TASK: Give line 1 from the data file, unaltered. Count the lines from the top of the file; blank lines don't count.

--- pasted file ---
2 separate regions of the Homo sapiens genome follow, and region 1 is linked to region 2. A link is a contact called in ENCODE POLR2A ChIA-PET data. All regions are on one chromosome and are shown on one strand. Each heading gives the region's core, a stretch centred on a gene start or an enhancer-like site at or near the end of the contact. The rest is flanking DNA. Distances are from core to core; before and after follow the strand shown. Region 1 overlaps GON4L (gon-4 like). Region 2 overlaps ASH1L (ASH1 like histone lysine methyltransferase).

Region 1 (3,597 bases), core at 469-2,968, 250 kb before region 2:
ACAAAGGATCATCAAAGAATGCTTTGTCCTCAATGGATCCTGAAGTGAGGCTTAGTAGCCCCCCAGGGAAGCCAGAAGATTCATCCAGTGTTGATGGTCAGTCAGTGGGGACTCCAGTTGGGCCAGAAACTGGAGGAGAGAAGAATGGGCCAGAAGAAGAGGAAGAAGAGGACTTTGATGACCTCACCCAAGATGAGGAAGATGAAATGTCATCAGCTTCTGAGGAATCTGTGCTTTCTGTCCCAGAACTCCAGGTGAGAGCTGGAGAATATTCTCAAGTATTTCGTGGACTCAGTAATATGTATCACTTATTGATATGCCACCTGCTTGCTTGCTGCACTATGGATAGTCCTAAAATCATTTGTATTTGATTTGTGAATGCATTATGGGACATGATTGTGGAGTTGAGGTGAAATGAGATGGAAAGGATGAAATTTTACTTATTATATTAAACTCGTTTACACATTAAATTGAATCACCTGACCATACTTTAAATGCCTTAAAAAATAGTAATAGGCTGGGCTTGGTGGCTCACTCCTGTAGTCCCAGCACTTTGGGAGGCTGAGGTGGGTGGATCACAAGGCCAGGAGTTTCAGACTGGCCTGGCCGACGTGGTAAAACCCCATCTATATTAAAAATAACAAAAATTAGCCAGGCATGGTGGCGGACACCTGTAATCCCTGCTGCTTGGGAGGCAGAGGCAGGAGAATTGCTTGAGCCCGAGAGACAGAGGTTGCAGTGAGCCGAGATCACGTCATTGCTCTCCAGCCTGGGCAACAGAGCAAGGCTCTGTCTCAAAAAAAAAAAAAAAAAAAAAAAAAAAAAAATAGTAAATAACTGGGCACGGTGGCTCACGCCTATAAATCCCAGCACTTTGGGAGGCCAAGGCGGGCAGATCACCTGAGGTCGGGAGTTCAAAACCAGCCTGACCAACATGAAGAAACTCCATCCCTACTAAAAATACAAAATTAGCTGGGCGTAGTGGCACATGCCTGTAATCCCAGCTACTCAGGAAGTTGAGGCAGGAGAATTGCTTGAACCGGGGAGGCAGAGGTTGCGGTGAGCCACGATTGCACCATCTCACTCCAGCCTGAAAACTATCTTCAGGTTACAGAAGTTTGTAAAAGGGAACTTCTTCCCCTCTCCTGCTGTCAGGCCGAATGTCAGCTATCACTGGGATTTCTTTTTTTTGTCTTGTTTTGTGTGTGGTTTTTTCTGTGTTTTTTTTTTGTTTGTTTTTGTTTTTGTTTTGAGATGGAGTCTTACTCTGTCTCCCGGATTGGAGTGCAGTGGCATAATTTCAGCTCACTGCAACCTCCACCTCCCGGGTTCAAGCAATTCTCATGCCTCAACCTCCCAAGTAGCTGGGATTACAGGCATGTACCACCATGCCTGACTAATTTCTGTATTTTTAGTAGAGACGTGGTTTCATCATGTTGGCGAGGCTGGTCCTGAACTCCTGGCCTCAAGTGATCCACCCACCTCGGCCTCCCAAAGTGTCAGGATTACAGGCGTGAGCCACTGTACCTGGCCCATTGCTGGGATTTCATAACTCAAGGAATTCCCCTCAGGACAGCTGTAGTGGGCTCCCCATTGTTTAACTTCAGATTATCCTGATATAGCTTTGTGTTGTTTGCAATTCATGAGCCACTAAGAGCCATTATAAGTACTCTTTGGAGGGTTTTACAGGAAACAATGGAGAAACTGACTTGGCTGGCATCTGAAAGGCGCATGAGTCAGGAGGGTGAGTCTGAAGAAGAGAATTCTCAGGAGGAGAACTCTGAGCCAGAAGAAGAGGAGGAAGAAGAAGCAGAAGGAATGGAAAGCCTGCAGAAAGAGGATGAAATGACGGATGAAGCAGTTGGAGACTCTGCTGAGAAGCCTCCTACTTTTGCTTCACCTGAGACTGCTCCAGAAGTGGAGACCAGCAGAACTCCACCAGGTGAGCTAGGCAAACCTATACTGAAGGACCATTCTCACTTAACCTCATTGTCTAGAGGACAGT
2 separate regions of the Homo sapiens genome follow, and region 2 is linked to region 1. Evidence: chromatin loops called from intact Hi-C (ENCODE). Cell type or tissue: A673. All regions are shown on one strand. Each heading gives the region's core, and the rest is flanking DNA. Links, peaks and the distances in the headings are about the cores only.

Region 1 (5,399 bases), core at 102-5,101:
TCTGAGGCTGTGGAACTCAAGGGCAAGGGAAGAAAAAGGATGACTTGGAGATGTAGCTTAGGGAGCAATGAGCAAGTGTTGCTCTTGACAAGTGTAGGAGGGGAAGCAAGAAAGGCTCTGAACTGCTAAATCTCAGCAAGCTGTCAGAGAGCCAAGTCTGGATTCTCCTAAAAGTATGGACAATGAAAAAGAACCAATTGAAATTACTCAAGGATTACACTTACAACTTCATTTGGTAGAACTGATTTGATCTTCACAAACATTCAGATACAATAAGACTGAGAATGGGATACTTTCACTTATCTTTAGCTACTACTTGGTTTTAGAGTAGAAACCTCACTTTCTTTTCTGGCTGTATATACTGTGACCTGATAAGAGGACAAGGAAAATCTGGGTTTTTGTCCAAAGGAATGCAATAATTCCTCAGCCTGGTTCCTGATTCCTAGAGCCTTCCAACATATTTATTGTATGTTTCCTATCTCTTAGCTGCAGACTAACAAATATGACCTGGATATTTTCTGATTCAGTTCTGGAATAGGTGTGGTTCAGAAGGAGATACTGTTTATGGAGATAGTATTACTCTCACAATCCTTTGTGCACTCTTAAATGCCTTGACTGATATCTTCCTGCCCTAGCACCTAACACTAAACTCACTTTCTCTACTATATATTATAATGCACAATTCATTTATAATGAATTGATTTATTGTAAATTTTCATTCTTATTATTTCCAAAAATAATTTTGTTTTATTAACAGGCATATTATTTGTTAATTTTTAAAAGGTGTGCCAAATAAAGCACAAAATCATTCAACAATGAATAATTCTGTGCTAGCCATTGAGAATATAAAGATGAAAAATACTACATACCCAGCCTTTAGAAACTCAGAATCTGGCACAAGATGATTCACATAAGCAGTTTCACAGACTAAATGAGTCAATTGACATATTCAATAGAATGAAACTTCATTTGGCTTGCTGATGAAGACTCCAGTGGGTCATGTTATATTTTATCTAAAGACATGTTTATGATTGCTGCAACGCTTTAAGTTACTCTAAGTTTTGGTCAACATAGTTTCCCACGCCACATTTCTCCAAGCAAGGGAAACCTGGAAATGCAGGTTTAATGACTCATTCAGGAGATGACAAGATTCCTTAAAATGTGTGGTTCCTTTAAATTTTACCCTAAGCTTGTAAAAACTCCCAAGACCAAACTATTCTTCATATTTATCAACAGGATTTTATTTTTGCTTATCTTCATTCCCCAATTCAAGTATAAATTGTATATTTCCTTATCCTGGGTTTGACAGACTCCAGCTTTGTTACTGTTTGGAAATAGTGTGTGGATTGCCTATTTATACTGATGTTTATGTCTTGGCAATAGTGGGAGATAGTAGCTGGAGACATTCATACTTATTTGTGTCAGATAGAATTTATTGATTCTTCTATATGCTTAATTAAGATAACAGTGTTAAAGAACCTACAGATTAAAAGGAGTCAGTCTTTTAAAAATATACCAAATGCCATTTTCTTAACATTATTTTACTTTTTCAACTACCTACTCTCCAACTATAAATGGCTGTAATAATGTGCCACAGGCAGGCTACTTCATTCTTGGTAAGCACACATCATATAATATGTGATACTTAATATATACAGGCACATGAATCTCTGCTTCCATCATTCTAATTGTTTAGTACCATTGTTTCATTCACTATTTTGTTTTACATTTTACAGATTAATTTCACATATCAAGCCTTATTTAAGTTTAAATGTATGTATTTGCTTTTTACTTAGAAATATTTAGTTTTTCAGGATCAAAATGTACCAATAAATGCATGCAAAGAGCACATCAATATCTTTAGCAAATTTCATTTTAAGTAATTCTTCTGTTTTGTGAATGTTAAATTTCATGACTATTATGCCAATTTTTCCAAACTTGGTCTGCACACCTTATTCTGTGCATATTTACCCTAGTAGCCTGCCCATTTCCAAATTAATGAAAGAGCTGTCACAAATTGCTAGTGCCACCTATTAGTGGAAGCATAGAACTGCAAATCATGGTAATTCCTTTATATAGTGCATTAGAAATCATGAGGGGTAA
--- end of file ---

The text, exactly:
2 separate regions of the Homo sapiens genome follow, and region 1 is linked to region 2. A link is a contact called in ENCODE POLR2A ChIA-PET data. All regions are on one chromosome and are shown on one strand. Each heading gives the region's core, a stretch centred on a gene start or an enhancer-like site at or near the end of the contact. The rest is flanking DNA. Distances are from core to core; before and after follow the strand shown. Region 1 overlaps GON4L (gon-4 like). Region 2 overlaps ASH1L (ASH1 like histone lysine methyltransferase).